When it comes to pricing information, Microsoft plays it differently as it uses a tier system, for more information, visit this link.
3. Docker Hub Container Registry
Docker Hub is probably the most popular container registry as it is the default Docker Repository. It functions as a marketplace for public container images which makes it the best choice if you decide to publicly distribute an image. Interestingly, Docker Hub’s free option was very attractive for a while until some users started to abuse it to mine cryptocurrencies with the auto-build feature.
As a result, they set some limits on Docker’s pull/push image and a rethink of how they monetize Docker Hub. You can read more about the changes to the rate limits in this article, and the shift to Docker Hub auto builds here. One way to avoid Docker’s pull image rate limit is by using a caching proxy.
In terms of pricing, the tier system allows you to unlock some specific features with a paid plan. However, the overall cost won't be as effective as using some of the other solutions such as AWS ECR or Microsoft’s Azure Container Registry.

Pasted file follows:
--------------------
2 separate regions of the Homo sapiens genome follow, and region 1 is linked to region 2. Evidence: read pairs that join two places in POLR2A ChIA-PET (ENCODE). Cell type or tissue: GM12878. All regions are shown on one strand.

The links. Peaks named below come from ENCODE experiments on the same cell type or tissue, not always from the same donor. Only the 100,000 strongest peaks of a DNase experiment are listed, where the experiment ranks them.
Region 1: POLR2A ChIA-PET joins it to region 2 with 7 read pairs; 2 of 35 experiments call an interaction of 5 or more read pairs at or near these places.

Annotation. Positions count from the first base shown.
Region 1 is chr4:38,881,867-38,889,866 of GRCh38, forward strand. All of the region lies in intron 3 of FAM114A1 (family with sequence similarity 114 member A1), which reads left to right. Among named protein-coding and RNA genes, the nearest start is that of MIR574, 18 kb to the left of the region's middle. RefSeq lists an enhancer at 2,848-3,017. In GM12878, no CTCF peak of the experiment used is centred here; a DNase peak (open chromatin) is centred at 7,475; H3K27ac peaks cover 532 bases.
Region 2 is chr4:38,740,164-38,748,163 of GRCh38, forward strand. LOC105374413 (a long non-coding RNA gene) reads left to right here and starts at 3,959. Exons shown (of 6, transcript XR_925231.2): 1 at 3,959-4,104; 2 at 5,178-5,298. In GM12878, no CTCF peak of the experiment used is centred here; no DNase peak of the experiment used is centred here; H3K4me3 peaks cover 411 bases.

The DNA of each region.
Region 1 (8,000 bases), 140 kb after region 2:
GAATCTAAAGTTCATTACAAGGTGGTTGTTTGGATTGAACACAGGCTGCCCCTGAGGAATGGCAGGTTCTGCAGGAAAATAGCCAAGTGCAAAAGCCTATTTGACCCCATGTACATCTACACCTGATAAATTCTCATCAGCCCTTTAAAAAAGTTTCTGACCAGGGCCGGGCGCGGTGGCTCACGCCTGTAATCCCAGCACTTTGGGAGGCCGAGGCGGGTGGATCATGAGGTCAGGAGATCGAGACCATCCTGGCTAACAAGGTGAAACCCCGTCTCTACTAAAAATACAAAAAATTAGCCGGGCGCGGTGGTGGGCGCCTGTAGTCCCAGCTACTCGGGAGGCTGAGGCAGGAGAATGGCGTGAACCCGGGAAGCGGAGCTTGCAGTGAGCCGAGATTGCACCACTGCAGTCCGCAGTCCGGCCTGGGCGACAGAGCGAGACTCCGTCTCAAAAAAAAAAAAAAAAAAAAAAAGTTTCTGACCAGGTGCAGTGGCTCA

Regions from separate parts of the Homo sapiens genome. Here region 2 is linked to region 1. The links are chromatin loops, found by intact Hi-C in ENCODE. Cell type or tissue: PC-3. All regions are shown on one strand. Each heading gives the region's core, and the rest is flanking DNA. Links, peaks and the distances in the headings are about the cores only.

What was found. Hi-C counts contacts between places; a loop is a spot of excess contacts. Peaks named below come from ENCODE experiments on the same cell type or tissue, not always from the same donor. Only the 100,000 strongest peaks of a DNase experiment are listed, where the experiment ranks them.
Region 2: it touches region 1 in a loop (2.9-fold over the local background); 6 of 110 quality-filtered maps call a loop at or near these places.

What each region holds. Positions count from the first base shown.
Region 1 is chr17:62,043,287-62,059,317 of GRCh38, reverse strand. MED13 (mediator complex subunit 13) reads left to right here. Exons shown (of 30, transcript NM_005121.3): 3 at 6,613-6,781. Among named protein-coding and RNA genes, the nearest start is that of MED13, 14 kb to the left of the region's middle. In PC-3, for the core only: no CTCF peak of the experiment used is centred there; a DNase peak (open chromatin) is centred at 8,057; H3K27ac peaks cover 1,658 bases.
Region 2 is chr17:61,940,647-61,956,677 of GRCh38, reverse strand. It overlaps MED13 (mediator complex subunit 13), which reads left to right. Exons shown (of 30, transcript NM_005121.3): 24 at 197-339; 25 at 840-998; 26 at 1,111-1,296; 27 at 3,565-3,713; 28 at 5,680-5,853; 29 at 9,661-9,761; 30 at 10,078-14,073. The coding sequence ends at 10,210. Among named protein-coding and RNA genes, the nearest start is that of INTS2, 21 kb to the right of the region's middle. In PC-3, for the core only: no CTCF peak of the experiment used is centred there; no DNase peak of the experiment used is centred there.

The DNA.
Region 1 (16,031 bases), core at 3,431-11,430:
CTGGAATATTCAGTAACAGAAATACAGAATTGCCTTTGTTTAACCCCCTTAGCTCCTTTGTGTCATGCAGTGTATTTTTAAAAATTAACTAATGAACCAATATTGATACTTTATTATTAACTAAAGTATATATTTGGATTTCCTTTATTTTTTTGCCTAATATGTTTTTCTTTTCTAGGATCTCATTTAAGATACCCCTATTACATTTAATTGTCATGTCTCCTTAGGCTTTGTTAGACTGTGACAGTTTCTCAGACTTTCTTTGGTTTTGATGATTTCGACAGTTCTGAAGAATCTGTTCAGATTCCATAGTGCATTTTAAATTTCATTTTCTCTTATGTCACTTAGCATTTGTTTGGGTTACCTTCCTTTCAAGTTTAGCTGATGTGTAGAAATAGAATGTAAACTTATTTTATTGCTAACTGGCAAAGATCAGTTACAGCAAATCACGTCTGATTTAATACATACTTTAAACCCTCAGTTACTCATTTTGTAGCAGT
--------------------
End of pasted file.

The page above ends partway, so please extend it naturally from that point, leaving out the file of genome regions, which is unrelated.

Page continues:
To learn more about Docker Hub’s pricing, check out their website here.
4. GitHub Package Registry
In May 2019, GitHub launched its package registry solution. Owing to the success of this package registry solution, they released support for container images in September 2020, first as a beta option. A notable aspect of GitHub’s container registry is the fact that it offers a seamless experience, especially for developers. Basically, authentication is managed with a personal access token, and that's all you need.
Another option is using a public repository, although in this case, you need your users to authenticate with a GitHub user account. Overall, GitHub Packages is certainly not the container registry packed with the most features. However, its pricing is competitive if you intend to use GitHub Actions because you don’t get charged for ingress. Here’s a more detailed look at GitHub Packages’ features and pricing, visit this link.
5. GitLab Container Registry